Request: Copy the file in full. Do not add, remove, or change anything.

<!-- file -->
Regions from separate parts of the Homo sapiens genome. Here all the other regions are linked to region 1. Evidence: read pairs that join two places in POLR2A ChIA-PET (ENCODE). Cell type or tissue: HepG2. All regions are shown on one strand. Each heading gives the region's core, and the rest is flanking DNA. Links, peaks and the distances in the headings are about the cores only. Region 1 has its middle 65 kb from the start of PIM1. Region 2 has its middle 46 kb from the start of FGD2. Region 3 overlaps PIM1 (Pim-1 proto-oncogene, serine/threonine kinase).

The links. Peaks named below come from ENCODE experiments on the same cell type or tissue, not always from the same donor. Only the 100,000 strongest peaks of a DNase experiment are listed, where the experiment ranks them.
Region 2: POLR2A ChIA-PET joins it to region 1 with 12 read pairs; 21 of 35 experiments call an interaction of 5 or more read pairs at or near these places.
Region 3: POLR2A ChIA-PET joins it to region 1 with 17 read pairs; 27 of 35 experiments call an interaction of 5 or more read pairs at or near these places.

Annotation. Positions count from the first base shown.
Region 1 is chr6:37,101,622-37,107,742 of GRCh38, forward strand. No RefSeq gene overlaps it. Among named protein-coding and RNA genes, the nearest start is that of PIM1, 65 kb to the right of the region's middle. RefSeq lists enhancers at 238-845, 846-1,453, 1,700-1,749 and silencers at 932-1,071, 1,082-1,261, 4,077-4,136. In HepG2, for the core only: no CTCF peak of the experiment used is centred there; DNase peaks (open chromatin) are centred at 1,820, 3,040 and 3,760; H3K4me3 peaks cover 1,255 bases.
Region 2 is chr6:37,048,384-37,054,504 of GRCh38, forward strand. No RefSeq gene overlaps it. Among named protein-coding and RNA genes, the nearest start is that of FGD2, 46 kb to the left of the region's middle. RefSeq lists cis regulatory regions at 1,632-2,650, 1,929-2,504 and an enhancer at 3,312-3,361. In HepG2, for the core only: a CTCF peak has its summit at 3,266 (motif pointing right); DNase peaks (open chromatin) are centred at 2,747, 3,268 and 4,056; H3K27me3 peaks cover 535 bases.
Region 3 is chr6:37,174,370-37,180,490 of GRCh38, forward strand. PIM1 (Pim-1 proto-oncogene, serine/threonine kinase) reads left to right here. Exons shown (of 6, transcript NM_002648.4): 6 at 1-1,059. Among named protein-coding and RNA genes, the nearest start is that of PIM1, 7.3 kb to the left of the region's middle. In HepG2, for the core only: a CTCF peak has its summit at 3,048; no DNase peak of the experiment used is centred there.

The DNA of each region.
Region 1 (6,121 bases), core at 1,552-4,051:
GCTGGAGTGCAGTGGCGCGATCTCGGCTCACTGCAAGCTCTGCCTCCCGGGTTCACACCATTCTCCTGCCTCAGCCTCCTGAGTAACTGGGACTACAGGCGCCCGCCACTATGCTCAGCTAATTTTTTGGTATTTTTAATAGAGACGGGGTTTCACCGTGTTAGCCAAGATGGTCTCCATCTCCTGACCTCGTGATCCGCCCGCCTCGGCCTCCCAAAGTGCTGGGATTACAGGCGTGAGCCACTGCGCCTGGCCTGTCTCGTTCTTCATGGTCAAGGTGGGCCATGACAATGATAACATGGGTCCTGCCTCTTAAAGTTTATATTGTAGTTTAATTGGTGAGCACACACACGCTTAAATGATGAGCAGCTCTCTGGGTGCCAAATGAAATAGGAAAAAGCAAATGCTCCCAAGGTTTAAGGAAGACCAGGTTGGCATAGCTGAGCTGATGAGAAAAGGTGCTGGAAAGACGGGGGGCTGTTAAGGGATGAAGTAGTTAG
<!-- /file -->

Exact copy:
Regions from separate parts of the Homo sapiens genome. Here all the other regions are linked to region 1. Evidence: read pairs that join two places in POLR2A ChIA-PET (ENCODE). Cell type or tissue: HepG2. All regions are shown on one strand. Each heading gives the region's core, and the rest is flanking DNA. Links, peaks and the distances in the headings are about the cores only. Region 1 has its middle 65 kb from the start of PIM1. Region 2 has its middle 46 kb from the start of FGD2. Region 3 overlaps PIM1 (Pim-1 proto-oncogene, serine/threonine kinase).

The links. Peaks named below come from ENCODE experiments on the same cell type or tissue, not always from the same donor. Only the 100,000 strongest peaks of a DNase experiment are listed, where the experiment ranks them.
Region 2: POLR2A ChIA-PET joins it to region 1 with 12 read pairs; 21 of 35 experiments call an interaction of 5 or more read pairs at or near these places.
Region 3: POLR2A ChIA-PET joins it to region 1 with 17 read pairs; 27 of 35 experiments call an interaction of 5 or more read pairs at or near these places.

Annotation. Positions count from the first base shown.
Region 1 is chr6:37,101,622-37,107,742 of GRCh38, forward strand. No RefSeq gene overlaps it. Among named protein-coding and RNA genes, the nearest start is that of PIM1, 65 kb to the right of the region's middle. RefSeq lists enhancers at 238-845, 846-1,453, 1,700-1,749 and silencers at 932-1,071, 1,082-1,261, 4,077-4,136. In HepG2, for the core only: no CTCF peak of the experiment used is centred there; DNase peaks (open chromatin) are centred at 1,820, 3,040 and 3,760; H3K4me3 peaks cover 1,255 bases.
Region 2 is chr6:37,048,384-37,054,504 of GRCh38, forward strand. No RefSeq gene overlaps it. Among named protein-coding and RNA genes, the nearest start is that of FGD2, 46 kb to the left of the region's middle. RefSeq lists cis regulatory regions at 1,632-2,650, 1,929-2,504 and an enhancer at 3,312-3,361. In HepG2, for the core only: a CTCF peak has its summit at 3,266 (motif pointing right); DNase peaks (open chromatin) are centred at 2,747, 3,268 and 4,056; H3K27me3 peaks cover 535 bases.
Region 3 is chr6:37,174,370-37,180,490 of GRCh38, forward strand. PIM1 (Pim-1 proto-oncogene, serine/threonine kinase) reads left to right here. Exons shown (of 6, transcript NM_002648.4): 6 at 1-1,059. Among named protein-coding and RNA genes, the nearest start is that of PIM1, 7.3 kb to the left of the region's middle. In HepG2, for the core only: a CTCF peak has its summit at 3,048; no DNase peak of the experiment used is centred there.

The DNA of each region.
Region 1 (6,121 bases), core at 1,552-4,051:
GCTGGAGTGCAGTGGCGCGATCTCGGCTCACTGCAAGCTCTGCCTCCCGGGTTCACACCATTCTCCTGCCTCAGCCTCCTGAGTAACTGGGACTACAGGCGCCCGCCACTATGCTCAGCTAATTTTTTGGTATTTTTAATAGAGACGGGGTTTCACCGTGTTAGCCAAGATGGTCTCCATCTCCTGACCTCGTGATCCGCCCGCCTCGGCCTCCCAAAGTGCTGGGATTACAGGCGTGAGCCACTGCGCCTGGCCTGTCTCGTTCTTCATGGTCAAGGTGGGCCATGACAATGATAACATGGGTCCTGCCTCTTAAAGTTTATATTGTAGTTTAATTGGTGAGCACACACACGCTTAAATGATGAGCAGCTCTCTGGGTGCCAAATGAAATAGGAAAAAGCAAATGCTCCCAAGGTTTAAGGAAGACCAGGTTGGCATAGCTGAGCTGATGAGAAAAGGTGCTGGAAAGACGGGGGGCTGTTAAGGGATGAAGTAGTTAG